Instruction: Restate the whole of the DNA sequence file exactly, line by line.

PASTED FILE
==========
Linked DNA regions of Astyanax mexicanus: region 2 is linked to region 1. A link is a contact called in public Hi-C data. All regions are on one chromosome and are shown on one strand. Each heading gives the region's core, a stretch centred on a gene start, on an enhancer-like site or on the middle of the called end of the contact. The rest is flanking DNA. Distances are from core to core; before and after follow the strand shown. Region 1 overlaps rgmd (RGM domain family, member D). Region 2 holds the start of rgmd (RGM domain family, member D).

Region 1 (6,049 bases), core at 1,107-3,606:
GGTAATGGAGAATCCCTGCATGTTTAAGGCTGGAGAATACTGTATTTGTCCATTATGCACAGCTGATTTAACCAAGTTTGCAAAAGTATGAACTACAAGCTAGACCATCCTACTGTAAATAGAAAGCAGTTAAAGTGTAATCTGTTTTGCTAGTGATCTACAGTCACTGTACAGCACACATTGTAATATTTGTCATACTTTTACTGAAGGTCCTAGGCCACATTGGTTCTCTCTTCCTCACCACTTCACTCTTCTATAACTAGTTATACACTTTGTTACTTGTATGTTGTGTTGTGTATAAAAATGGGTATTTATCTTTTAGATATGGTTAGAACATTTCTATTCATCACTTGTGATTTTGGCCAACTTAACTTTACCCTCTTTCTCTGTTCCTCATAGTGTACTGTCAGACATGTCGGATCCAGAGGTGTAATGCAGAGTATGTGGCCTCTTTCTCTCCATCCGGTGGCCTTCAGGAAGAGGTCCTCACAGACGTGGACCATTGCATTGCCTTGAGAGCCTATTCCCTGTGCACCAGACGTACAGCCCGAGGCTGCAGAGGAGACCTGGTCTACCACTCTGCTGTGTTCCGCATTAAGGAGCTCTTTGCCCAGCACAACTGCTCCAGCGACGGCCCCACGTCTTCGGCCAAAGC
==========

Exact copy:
Linked DNA regions of Astyanax mexicanus: region 2 is linked to region 1. A link is a contact called in public Hi-C data. All regions are on one chromosome and are shown on one strand. Each heading gives the region's core, a stretch centred on a gene start, on an enhancer-like site or on the middle of the called end of the contact. The rest is flanking DNA. Distances are from core to core; before and after follow the strand shown. Region 1 overlaps rgmd (RGM domain family, member D). Region 2 holds the start of rgmd (RGM domain family, member D).

Region 1 (6,049 bases), core at 1,107-3,606:
GGTAATGGAGAATCCCTGCATGTTTAAGGCTGGAGAATACTGTATTTGTCCATTATGCACAGCTGATTTAACCAAGTTTGCAAAAGTATGAACTACAAGCTAGACCATCCTACTGTAAATAGAAAGCAGTTAAAGTGTAATCTGTTTTGCTAGTGATCTACAGTCACTGTACAGCACACATTGTAATATTTGTCATACTTTTACTGAAGGTCCTAGGCCACATTGGTTCTCTCTTCCTCACCACTTCACTCTTCTATAACTAGTTATACACTTTGTTACTTGTATGTTGTGTTGTGTATAAAAATGGGTATTTATCTTTTAGATATGGTTAGAACATTTCTATTCATCACTTGTGATTTTGGCCAACTTAACTTTACCCTCTTTCTCTGTTCCTCATAGTGTACTGTCAGACATGTCGGATCCAGAGGTGTAATGCAGAGTATGTGGCCTCTTTCTCTCCATCCGGTGGCCTTCAGGAAGAGGTCCTCACAGACGTGGACCATTGCATTGCCTTGAGAGCCTATTCCCTGTGCACCAGACGTACAGCCCGAGGCTGCAGAGGAGACCTGGTCTACCACTCTGCTGTGTTCCGCATTAAGGAGCTCTTTGCCCAGCACAACTGCTCCAGCGACGGCCCCACGTCTTCGGCCAAAGC